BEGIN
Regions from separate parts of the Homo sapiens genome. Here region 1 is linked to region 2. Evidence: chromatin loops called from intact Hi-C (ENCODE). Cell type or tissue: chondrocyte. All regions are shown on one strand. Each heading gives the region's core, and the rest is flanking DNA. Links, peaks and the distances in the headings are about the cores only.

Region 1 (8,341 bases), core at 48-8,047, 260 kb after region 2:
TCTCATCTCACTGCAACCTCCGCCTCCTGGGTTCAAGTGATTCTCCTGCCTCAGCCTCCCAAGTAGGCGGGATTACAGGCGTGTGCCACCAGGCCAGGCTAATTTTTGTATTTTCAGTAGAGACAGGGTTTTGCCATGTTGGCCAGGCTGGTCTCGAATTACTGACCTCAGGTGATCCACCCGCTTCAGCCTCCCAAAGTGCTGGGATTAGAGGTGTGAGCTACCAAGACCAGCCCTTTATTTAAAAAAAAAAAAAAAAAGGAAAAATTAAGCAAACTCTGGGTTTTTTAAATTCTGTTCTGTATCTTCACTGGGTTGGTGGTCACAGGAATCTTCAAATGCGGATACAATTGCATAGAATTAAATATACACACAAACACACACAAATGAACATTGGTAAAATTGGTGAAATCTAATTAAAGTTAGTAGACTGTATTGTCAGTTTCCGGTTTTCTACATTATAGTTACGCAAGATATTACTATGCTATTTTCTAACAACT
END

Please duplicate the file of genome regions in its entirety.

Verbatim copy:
Regions from separate parts of the Homo sapiens genome. Here region 1 is linked to region 2. Evidence: chromatin loops called from intact Hi-C (ENCODE). Cell type or tissue: chondrocyte. All regions are shown on one strand. Each heading gives the region's core, and the rest is flanking DNA. Links, peaks and the distances in the headings are about the cores only.

Region 1 (8,341 bases), core at 48-8,047, 260 kb after region 2:
TCTCATCTCACTGCAACCTCCGCCTCCTGGGTTCAAGTGATTCTCCTGCCTCAGCCTCCCAAGTAGGCGGGATTACAGGCGTGTGCCACCAGGCCAGGCTAATTTTTGTATTTTCAGTAGAGACAGGGTTTTGCCATGTTGGCCAGGCTGGTCTCGAATTACTGACCTCAGGTGATCCACCCGCTTCAGCCTCCCAAAGTGCTGGGATTAGAGGTGTGAGCTACCAAGACCAGCCCTTTATTTAAAAAAAAAAAAAAAAAGGAAAAATTAAGCAAACTCTGGGTTTTTTAAATTCTGTTCTGTATCTTCACTGGGTTGGTGGTCACAGGAATCTTCAAATGCGGATACAATTGCATAGAATTAAATATACACACAAACACACACAAATGAACATTGGTAAAATTGGTGAAATCTAATTAAAGTTAGTAGACTGTATTGTCAGTTTCCGGTTTTCTACATTATAGTTACGCAAGATATTACTATGCTATTTTCTAACAACT